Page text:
The Denial at the Debate

Last weeks GOP debate featured a question about the Republican stance on Climate Change, and it was mainly addressed by Marco Rubio. This Guardian piece explains the context of the question and Rubio’s response. Also, if you are looking to hear him say it, the discussion about the weather comes in the video between the 0:44 and 0:55 timestamps.

First, I thought the most interesting piece of the article was the discussion about how Florida, particularly Miami, is not very high above sea-level. This point expresses the importance of the question. However, due to the very short length of the piece, I think this point could have been discussed more.

The response to the question is also explained later in the article when the author points out the very small number of people who place this issue at the top of their priority list. I was caught off guard by the fact that only 7% of Democrats had it as their top concern, but not surprised by the <1% of Republicans that thought this way.

In terms of the article, do you think it was too short for the topic it covered? Also, was it a bit confusing that the video at the top was all of the debate highlights, rather than just the discussion about climate change? Finally, did the author take a fair and balanced stand point on the coverage of this issue?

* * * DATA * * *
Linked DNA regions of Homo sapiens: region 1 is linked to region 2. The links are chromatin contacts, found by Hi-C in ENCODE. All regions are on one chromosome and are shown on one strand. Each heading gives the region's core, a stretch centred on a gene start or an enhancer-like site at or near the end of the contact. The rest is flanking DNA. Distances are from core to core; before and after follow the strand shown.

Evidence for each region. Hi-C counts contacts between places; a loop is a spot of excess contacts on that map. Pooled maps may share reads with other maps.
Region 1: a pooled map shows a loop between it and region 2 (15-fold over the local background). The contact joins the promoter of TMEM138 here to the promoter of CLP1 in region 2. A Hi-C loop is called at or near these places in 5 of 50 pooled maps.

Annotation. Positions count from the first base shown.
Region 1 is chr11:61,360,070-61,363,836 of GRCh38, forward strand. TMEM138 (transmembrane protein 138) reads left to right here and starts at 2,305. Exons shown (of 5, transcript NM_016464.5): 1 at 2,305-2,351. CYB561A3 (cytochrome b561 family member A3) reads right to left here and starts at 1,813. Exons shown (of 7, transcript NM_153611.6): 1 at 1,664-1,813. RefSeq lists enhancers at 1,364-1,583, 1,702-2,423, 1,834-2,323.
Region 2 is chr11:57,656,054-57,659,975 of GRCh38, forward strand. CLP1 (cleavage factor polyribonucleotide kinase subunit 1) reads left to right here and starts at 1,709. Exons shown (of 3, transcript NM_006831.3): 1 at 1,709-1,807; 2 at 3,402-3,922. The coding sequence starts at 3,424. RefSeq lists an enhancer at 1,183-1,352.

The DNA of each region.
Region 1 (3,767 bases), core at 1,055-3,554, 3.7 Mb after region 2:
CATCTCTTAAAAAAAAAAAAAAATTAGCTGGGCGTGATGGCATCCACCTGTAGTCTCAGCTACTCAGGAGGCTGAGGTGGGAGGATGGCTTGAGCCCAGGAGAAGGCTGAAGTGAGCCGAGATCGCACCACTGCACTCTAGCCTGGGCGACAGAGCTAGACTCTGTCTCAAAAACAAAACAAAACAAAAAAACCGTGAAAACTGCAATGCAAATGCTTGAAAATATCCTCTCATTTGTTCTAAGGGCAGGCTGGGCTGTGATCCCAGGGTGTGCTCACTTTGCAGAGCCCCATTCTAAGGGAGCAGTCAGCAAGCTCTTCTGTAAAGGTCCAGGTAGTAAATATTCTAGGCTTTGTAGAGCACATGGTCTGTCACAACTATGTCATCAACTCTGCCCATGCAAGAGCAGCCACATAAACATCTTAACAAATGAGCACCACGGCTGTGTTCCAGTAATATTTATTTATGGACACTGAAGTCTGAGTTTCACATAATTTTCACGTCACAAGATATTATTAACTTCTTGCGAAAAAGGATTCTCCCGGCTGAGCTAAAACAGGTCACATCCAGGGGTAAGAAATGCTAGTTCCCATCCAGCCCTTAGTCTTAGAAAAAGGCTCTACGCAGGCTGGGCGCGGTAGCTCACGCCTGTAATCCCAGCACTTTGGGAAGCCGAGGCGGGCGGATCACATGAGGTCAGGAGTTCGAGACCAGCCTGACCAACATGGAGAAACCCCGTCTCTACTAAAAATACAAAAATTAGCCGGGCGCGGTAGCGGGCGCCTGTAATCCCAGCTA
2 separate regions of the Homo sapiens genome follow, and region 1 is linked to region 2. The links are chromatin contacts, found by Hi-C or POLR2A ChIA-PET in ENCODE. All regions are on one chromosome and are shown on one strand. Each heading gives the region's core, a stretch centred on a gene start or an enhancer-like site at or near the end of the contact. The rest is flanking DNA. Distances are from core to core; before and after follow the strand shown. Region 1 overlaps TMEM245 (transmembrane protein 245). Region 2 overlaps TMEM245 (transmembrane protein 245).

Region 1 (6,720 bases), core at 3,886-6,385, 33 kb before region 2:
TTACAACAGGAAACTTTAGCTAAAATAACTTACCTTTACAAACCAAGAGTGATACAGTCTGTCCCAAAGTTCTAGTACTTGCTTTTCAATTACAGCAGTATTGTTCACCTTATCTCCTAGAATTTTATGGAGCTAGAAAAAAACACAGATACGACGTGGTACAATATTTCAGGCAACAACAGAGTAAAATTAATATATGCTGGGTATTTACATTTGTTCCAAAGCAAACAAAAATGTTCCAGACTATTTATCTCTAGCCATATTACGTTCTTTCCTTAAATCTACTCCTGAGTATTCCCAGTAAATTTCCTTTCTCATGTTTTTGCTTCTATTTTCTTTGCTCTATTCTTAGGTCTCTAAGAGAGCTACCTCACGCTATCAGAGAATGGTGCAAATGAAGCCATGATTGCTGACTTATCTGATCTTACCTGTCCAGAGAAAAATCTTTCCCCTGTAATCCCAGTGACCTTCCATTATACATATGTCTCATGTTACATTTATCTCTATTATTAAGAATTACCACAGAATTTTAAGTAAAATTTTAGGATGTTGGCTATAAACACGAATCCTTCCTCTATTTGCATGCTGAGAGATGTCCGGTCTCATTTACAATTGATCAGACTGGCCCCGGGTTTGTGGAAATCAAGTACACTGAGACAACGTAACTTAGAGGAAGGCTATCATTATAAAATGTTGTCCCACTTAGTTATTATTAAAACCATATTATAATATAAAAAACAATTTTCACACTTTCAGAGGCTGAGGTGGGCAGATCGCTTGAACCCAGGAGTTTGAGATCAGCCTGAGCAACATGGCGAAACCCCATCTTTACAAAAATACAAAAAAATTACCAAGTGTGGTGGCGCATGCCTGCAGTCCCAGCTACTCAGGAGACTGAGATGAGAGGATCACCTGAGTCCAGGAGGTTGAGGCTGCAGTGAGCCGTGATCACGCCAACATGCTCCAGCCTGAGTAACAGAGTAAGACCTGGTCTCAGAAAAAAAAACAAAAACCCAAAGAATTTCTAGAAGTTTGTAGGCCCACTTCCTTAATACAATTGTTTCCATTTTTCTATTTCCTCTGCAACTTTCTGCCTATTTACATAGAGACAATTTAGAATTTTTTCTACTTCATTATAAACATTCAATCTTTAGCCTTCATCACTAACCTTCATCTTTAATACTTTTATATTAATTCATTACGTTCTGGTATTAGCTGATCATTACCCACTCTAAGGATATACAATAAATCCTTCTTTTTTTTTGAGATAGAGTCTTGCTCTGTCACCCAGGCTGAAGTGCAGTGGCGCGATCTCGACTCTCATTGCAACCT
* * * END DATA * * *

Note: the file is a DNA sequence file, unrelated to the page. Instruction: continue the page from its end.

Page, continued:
12 Responses to “The Denial at the Debate”

  1. I really enjoyed about this article and I am glad that I could learn more about the candidates’ positions on climate change. On one hand, I think that the short length of the piece is advantageous. It quickly highlighted an issue that was discussed at the Republican debate and would be beneficial to someone who did not watch it. As a reader, I am not interested in reading a long description of the debate, and prefer to only read the highlights of the debate over an issue I care about. In my opinion, this article does that well while also bringing in outside statistics that add to my understanding of the topic.
    I do not think that the video being about the entire debate rather than the just climate change sections is problematic. Having both be about the same parts of the debate with the same quotes would be quite repetitive. Since the video covers the entire debate, readers can watch it after reading the article if they want to learn more about the debate as a whole.
    Overall, I believe that the authors took an unbiased standpoint. They demonstrated the views of the candidates without judging them or favoring one over the other. The article is informative and combines quotes, facts, and statistics to cover objectively the climate change discussion at the debate.